From Jones and Bartlett, a book on Stem Cells from Dr. Ann A. Kiessling and Scott C. Anderson:

Selected Articles:

August 10, 2003

Ears Looking at You, Kid

Some people see with their ears and hear with their eyes. These "crossed wires" may expose the workings of the brain.

Have you ever had the feeling that the person you're talking to has a loose wire or two in their brain? Turns out, you might be right. An amazing cross-wired brain syndrome called synesthesia (for joined sensations) may explain a lot of weirdness and poetry in the world - at the same time that it sheds light on so-called normal brains. Of course, there really aren't any wires in the brain, but the long axons of nerve cells carry signals through the brain in a similar fashion.

The story of synesthesia goes back hundreds of years, but there has always been a bit of doubt involved. After all, don't we all agree that the sky is blue and that a lemon tastes sour? Well, yes and no. To some people the number four is blue and some kinds of music taste sour. Are we even talking the same language here?

Actually, it's not as bad as all that, and in fact most synesthetes are well-adjusted and more or less happy to munge their different senses together. But it does challenge a fairly basic assumption that we all share the same sensory mechanisms. For a person who sees colored numbers, trying to describe it to normal people is like trying to explain a sunset to a blind person. Try this yourself. Look at this picture, which has a bunch of 5s and a pattern of 2s concealed in their midst:

Not easy to see the pattern, is it? But here's how a synesthete might see it:

Unless you're colorblind, the pattern just pops out. Turns out, this is one of the tests that have been used to prove that synesthetes aren't just making up fanciful stories (known clinically as "fibs"). When you show them the black and white numbers, a true synesthete immediately perceives the pattern. Amazingly, here's a case where crossed wires - usually a very bad thing to do in a typical circuit - actually enhances perception. That also means that perhaps we shouldn't feel sorry for synesthetes either. Is it really a handicap to be more perceptive? Maybe we could all do with a little dose of synesthesia.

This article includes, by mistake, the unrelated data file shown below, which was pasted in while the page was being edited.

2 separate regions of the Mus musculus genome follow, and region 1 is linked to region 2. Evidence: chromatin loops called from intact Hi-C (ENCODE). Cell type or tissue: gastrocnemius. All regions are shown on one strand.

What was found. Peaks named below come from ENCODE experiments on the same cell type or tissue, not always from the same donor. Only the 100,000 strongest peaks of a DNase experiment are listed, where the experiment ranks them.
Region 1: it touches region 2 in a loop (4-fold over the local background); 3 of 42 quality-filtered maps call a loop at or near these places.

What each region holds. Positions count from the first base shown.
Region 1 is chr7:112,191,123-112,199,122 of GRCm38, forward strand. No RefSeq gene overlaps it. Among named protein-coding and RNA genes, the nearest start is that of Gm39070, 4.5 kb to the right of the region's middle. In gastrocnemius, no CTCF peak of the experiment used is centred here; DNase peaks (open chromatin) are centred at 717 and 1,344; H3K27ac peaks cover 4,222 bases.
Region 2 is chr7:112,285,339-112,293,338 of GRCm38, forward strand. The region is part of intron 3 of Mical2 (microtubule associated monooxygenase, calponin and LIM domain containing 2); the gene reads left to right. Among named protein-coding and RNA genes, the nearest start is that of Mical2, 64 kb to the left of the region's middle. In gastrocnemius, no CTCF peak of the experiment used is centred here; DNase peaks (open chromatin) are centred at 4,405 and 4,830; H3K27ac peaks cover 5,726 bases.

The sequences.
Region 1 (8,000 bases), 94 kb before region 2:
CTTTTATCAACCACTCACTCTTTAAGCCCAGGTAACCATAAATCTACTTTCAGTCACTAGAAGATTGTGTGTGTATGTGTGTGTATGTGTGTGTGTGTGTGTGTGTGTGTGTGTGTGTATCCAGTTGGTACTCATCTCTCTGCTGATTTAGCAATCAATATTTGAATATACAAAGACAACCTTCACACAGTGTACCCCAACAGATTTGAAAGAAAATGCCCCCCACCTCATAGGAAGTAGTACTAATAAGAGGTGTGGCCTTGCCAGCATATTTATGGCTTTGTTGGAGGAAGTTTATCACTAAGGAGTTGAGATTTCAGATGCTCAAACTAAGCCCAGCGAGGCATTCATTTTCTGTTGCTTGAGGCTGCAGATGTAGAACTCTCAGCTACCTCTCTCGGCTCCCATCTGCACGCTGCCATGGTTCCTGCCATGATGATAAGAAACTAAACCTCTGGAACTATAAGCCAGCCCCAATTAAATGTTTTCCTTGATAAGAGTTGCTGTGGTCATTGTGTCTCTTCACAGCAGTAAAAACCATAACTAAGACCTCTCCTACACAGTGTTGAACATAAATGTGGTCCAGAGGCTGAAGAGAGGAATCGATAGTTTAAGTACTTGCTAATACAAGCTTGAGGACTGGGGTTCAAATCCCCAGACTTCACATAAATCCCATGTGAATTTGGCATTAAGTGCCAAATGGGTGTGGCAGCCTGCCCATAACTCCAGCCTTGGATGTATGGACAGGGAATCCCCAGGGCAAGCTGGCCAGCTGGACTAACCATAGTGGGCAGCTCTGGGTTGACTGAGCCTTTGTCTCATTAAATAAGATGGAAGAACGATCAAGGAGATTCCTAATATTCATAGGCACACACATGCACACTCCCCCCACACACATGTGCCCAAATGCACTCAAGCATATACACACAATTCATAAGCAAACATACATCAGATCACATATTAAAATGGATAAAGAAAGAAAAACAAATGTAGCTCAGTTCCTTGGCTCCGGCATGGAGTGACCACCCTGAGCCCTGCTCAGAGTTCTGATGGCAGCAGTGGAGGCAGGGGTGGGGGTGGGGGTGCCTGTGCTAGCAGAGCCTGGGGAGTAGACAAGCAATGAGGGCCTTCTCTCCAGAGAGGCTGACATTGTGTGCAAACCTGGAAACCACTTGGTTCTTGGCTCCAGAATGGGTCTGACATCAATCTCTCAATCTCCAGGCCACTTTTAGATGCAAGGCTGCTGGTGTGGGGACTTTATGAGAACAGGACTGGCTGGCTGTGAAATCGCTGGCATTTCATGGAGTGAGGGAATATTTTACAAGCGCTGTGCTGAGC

In fact, we may all have some crossed wires. We think of metaphors as poetic license, but perhaps they're just an honest attempt to describe synesthetic experiences. Think of these phrases: loud color, sour note, dark music, cold personality, blue mood, sharp sound, bitter cold. The astute reader will notice that I've included a couple of things not typically classed with the five senses: a sense of temperature and temperament. So sue me. But these phrases represent cross-talk between different senses -- they are wacky, totally mixed-up expressions. And they all make perfect sense.

Given these metaphors, it is perhaps not surprising that authors like Nabokov, poets like Rimbaud, artists like Kandinsky and musicians like Rimsky-Korsakov may all have been synesthetes.

Let's try another example. Here are two scribbles. One is named Kiki, and the other is Maumau. Show them to your friends and ask them which is which:

As you've probably already figured out, almost all your friends (like 98%, including your goofy friends) will label the sharp squiggle Kiki. That wasn't hard, was it? But what part of your mind correlated the "sharp" sound of Kiki with the angles in the picture? Perhaps we're all wired a little funny.

There might be a good reason for that. Research is indicating that as children, we may all be synesthetes. Only by grabbing and sucking on everything in sight do we gradually nail down the circuits for each of the senses. Synesthetes may just retain the ambiguity longer.

Are you green with envy that you don't have synesthesia? Don't be -- perhaps we all have a few crossed wires. But don't go into a blue funk either. Instead, take a chill pill. That should put you back in the pink.

For more information on synesthesia, click on these links:


Copyright © 2000-2014 by Scott Anderson
For reprint rights, email the author:

Here are some other suggested readings in neurology: